He makes an even more important point when he talks about information. I learned about Varese and listened to Beefheart and Belew because of FZ. If the LPs didn't have liner notes I wouldn't know who played on the records. The Stones and Clapton turned me on to all the blues masters I now love so dearly. Steely Dan opened me up to jazz.

Maybe I am odd, but in this respect I don't think so. The more useful information we gather about what we know helps us to gain a footing to explore what we don't know.

Lastly, the fact that people get their music for free just reminds me that

Free is when
You don't have to pay
For nothin' or do nothin'
I wanna be free.

My hard drive has downloads on it, but they are only concerts that the artist chose not to release.

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PostPosted: Fri Feb 11, 2011 7:21 pm 
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CDs are fine. Stable if pressed.


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PostPosted: Sat Feb 12, 2011 4:22 am 
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tweezers wrote:
Penguin goes to great lengths to make a simple point; art in a physical form, when purchased is more likely to result in the artist getting paid.

He makes an even more important point when he talks about information. I learned about Varese and listened to Beefheart and Belew because of FZ. If the LPs didn't have liner notes I wouldn't know who played on the records. The Stones and Clapton turned me on to all the blues masters I now love so dearly. Steely Dan opened me up to jazz.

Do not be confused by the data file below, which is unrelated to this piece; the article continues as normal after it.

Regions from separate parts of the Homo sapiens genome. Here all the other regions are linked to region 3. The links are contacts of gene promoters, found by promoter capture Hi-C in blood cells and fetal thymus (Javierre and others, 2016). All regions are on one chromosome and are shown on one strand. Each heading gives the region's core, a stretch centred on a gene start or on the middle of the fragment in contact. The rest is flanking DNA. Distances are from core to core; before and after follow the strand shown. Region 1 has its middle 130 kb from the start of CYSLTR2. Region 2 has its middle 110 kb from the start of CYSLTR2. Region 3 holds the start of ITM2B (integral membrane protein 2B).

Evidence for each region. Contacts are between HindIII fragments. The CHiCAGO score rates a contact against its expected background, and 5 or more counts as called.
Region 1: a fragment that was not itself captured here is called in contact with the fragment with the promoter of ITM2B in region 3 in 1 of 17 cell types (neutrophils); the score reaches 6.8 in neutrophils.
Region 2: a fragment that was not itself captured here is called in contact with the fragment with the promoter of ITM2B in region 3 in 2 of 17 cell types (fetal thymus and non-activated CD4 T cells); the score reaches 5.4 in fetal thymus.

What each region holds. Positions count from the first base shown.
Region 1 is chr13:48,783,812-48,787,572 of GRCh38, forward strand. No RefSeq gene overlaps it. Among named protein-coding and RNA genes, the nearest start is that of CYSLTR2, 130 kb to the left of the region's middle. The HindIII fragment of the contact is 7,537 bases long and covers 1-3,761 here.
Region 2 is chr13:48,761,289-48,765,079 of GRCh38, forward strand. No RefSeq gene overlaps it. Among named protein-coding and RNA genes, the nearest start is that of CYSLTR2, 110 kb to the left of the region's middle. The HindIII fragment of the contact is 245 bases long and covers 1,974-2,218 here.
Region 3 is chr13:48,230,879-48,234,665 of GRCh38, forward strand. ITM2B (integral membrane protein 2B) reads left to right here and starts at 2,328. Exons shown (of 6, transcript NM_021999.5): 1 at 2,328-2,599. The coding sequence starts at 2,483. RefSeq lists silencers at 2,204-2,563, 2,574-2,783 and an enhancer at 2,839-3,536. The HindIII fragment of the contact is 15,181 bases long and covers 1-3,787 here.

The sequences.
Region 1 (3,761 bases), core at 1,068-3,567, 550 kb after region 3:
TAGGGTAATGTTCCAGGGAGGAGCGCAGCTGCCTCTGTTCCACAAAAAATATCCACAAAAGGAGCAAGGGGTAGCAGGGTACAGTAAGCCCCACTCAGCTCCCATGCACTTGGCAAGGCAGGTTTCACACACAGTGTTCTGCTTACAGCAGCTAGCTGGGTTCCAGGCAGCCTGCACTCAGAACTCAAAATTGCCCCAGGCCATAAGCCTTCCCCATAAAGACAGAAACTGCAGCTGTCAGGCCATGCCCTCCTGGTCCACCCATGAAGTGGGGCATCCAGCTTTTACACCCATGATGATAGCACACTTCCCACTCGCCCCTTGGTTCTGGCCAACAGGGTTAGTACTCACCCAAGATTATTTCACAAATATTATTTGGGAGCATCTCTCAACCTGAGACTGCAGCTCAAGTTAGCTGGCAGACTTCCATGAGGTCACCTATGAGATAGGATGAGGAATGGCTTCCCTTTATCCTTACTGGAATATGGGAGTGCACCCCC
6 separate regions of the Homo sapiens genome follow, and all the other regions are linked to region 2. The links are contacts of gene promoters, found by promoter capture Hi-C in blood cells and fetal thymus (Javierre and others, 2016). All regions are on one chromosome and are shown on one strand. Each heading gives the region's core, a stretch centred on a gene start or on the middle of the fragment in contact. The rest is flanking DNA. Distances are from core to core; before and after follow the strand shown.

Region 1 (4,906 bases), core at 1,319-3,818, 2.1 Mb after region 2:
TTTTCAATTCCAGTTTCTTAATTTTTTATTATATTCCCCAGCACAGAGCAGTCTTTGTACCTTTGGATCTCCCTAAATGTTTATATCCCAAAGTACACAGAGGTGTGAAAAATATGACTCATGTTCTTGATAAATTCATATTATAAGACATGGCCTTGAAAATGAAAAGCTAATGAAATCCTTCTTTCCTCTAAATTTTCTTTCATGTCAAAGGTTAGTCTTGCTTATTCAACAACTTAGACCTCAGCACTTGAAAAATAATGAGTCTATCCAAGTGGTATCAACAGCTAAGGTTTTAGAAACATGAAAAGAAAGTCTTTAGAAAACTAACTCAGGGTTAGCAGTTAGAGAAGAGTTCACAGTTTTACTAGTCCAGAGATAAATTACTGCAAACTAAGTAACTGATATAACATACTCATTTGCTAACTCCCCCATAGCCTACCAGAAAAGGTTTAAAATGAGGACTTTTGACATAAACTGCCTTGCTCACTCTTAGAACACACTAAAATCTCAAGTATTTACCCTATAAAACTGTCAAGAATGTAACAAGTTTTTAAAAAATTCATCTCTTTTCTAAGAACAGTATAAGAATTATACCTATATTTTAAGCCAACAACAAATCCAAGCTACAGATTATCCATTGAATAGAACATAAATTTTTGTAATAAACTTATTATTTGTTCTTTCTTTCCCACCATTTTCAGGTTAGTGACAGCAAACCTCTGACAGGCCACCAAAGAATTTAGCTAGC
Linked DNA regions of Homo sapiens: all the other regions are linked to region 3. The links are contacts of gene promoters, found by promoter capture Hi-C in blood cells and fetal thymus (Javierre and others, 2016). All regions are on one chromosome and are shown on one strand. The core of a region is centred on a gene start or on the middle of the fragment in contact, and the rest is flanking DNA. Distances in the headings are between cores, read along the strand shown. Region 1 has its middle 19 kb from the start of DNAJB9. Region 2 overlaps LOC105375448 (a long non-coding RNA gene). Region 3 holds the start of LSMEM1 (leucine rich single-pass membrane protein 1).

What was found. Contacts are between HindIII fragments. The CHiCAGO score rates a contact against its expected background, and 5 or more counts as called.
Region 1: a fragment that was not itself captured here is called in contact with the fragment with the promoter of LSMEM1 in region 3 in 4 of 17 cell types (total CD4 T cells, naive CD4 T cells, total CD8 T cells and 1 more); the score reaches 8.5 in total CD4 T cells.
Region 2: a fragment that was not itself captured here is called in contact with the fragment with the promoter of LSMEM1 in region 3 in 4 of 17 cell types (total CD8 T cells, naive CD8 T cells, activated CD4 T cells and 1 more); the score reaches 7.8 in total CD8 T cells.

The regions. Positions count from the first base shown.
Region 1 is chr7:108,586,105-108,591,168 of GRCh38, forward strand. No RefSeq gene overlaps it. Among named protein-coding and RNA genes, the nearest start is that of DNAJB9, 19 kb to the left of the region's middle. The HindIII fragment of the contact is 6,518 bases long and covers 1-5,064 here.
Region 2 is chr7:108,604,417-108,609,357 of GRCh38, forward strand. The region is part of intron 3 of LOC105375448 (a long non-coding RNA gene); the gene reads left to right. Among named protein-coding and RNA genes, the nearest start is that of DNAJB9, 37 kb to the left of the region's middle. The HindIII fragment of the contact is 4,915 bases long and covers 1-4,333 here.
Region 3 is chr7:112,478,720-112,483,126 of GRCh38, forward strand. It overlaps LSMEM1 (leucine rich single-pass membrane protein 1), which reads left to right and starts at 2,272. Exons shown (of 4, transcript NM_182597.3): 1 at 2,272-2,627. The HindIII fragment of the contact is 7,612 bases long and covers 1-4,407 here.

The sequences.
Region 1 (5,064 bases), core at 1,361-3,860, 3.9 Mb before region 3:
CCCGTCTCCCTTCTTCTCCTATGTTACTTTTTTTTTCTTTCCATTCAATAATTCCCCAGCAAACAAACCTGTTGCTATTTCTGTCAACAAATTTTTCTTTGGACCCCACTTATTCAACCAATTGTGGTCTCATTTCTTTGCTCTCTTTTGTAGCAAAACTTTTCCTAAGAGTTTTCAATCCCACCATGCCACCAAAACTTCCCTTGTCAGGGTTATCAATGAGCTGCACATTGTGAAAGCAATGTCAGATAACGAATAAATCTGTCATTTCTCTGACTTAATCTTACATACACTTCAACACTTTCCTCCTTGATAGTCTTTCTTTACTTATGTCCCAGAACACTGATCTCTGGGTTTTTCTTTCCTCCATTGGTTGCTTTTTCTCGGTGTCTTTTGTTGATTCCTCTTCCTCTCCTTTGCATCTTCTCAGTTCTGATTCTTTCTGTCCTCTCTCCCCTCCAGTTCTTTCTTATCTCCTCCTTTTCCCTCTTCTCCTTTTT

Maybe I am odd, but in this respect I don't think so. The more useful information we gather about what we know helps us to gain a footing to explore what we don't know.

Lastly, the fact that people get their music for free just reminds me that

Free is when
You don't have to pay
For nothin' or do nothin'
I wanna be free.

My hard drive has downloads on it, but they are only concerts that the artist chose not to release.

Thanks for the vote of confidence. I thought I'd be hated after this post. It's all just stuff I've been thinking about and noticing.


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PostPosted: Sat Feb 12, 2011 5:18 am 
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penguini I think you're right
and tweezers and calvin and tero too

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PostPosted: Sat Feb 12, 2011 1:27 pm 
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Maybe penguini described the past and not the future of music business (i hope so)?
Everybody who reads about FZ, finds exactly that as reality of the 70s music business: Very few majors controll the complete business. Radiostations receive payoffs for playing songs from the new released albums, cause music, that is not in the radio, simply doesn't exist. The whole system is corrupted by the interplay between record companies and radiostations. You can find a lot of contemporary statements by FZ about this situation.
The same companies today are fucked up as they never been before in history. Live music has a big come back, cause nobody can steel/download the experience of a concert. Bands today have more income by touring than by sales of CDs or downloads.

By the way, is this a Schlumpf? ---> :smurf:

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PostPosted: Sat Feb 12, 2011 6:54 pm